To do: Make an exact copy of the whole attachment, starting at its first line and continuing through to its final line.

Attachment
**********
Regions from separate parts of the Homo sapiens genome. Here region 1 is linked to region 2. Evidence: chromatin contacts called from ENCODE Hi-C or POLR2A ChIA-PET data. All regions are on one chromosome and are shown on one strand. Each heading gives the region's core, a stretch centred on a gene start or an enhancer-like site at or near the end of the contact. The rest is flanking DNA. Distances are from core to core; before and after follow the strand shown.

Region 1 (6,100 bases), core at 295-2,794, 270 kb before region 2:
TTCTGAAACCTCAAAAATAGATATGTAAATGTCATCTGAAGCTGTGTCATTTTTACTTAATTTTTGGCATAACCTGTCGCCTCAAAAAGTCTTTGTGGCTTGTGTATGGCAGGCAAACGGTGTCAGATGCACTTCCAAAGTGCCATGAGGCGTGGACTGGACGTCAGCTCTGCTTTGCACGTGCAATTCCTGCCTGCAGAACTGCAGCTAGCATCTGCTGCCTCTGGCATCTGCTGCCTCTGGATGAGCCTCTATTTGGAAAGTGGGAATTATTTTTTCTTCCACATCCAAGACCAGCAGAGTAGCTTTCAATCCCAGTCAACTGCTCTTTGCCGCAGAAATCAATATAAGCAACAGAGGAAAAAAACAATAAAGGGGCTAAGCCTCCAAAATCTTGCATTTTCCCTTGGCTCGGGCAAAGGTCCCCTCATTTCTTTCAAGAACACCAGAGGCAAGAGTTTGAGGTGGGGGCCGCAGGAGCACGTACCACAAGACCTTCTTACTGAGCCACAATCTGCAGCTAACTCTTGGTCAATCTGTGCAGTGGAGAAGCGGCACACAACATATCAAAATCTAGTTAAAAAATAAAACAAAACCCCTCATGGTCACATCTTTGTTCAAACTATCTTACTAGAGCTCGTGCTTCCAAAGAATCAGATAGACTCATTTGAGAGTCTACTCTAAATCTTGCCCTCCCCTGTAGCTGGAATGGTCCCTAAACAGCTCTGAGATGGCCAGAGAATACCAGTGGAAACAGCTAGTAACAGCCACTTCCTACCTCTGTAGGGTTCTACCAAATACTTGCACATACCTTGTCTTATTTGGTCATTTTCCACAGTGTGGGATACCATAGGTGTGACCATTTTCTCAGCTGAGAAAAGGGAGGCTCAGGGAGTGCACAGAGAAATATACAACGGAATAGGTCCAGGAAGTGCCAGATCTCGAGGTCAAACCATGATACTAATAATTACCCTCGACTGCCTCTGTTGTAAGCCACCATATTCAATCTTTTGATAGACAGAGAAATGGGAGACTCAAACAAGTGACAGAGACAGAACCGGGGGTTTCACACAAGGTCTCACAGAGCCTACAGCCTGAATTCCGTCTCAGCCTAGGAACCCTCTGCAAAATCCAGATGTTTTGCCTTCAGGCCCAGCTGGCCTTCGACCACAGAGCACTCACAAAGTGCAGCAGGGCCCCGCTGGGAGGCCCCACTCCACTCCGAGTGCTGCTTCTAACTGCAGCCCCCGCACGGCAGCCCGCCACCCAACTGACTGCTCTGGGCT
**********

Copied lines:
Regions from separate parts of the Homo sapiens genome. Here region 1 is linked to region 2. Evidence: chromatin contacts called from ENCODE Hi-C or POLR2A ChIA-PET data. All regions are on one chromosome and are shown on one strand. Each heading gives the region's core, a stretch centred on a gene start or an enhancer-like site at or near the end of the contact. The rest is flanking DNA. Distances are from core to core; before and after follow the strand shown.

Region 1 (6,100 bases), core at 295-2,794, 270 kb before region 2:
TTCTGAAACCTCAAAAATAGATATGTAAATGTCATCTGAAGCTGTGTCATTTTTACTTAATTTTTGGCATAACCTGTCGCCTCAAAAAGTCTTTGTGGCTTGTGTATGGCAGGCAAACGGTGTCAGATGCACTTCCAAAGTGCCATGAGGCGTGGACTGGACGTCAGCTCTGCTTTGCACGTGCAATTCCTGCCTGCAGAACTGCAGCTAGCATCTGCTGCCTCTGGCATCTGCTGCCTCTGGATGAGCCTCTATTTGGAAAGTGGGAATTATTTTTTCTTCCACATCCAAGACCAGCAGAGTAGCTTTCAATCCCAGTCAACTGCTCTTTGCCGCAGAAATCAATATAAGCAACAGAGGAAAAAAACAATAAAGGGGCTAAGCCTCCAAAATCTTGCATTTTCCCTTGGCTCGGGCAAAGGTCCCCTCATTTCTTTCAAGAACACCAGAGGCAAGAGTTTGAGGTGGGGGCCGCAGGAGCACGTACCACAAGACCTTCTTACTGAGCCACAATCTGCAGCTAACTCTTGGTCAATCTGTGCAGTGGAGAAGCGGCACACAACATATCAAAATCTAGTTAAAAAATAAAACAAAACCCCTCATGGTCACATCTTTGTTCAAACTATCTTACTAGAGCTCGTGCTTCCAAAGAATCAGATAGACTCATTTGAGAGTCTACTCTAAATCTTGCCCTCCCCTGTAGCTGGAATGGTCCCTAAACAGCTCTGAGATGGCCAGAGAATACCAGTGGAAACAGCTAGTAACAGCCACTTCCTACCTCTGTAGGGTTCTACCAAATACTTGCACATACCTTGTCTTATTTGGTCATTTTCCACAGTGTGGGATACCATAGGTGTGACCATTTTCTCAGCTGAGAAAAGGGAGGCTCAGGGAGTGCACAGAGAAATATACAACGGAATAGGTCCAGGAAGTGCCAGATCTCGAGGTCAAACCATGATACTAATAATTACCCTCGACTGCCTCTGTTGTAAGCCACCATATTCAATCTTTTGATAGACAGAGAAATGGGAGACTCAAACAAGTGACAGAGACAGAACCGGGGGTTTCACACAAGGTCTCACAGAGCCTACAGCCTGAATTCCGTCTCAGCCTAGGAACCCTCTGCAAAATCCAGATGTTTTGCCTTCAGGCCCAGCTGGCCTTCGACCACAGAGCACTCACAAAGTGCAGCAGGGCCCCGCTGGGAGGCCCCACTCCACTCCGAGTGCTGCTTCTAACTGCAGCCCCCGCACGGCAGCCCGCCACCCAACTGACTGCTCTGGGCT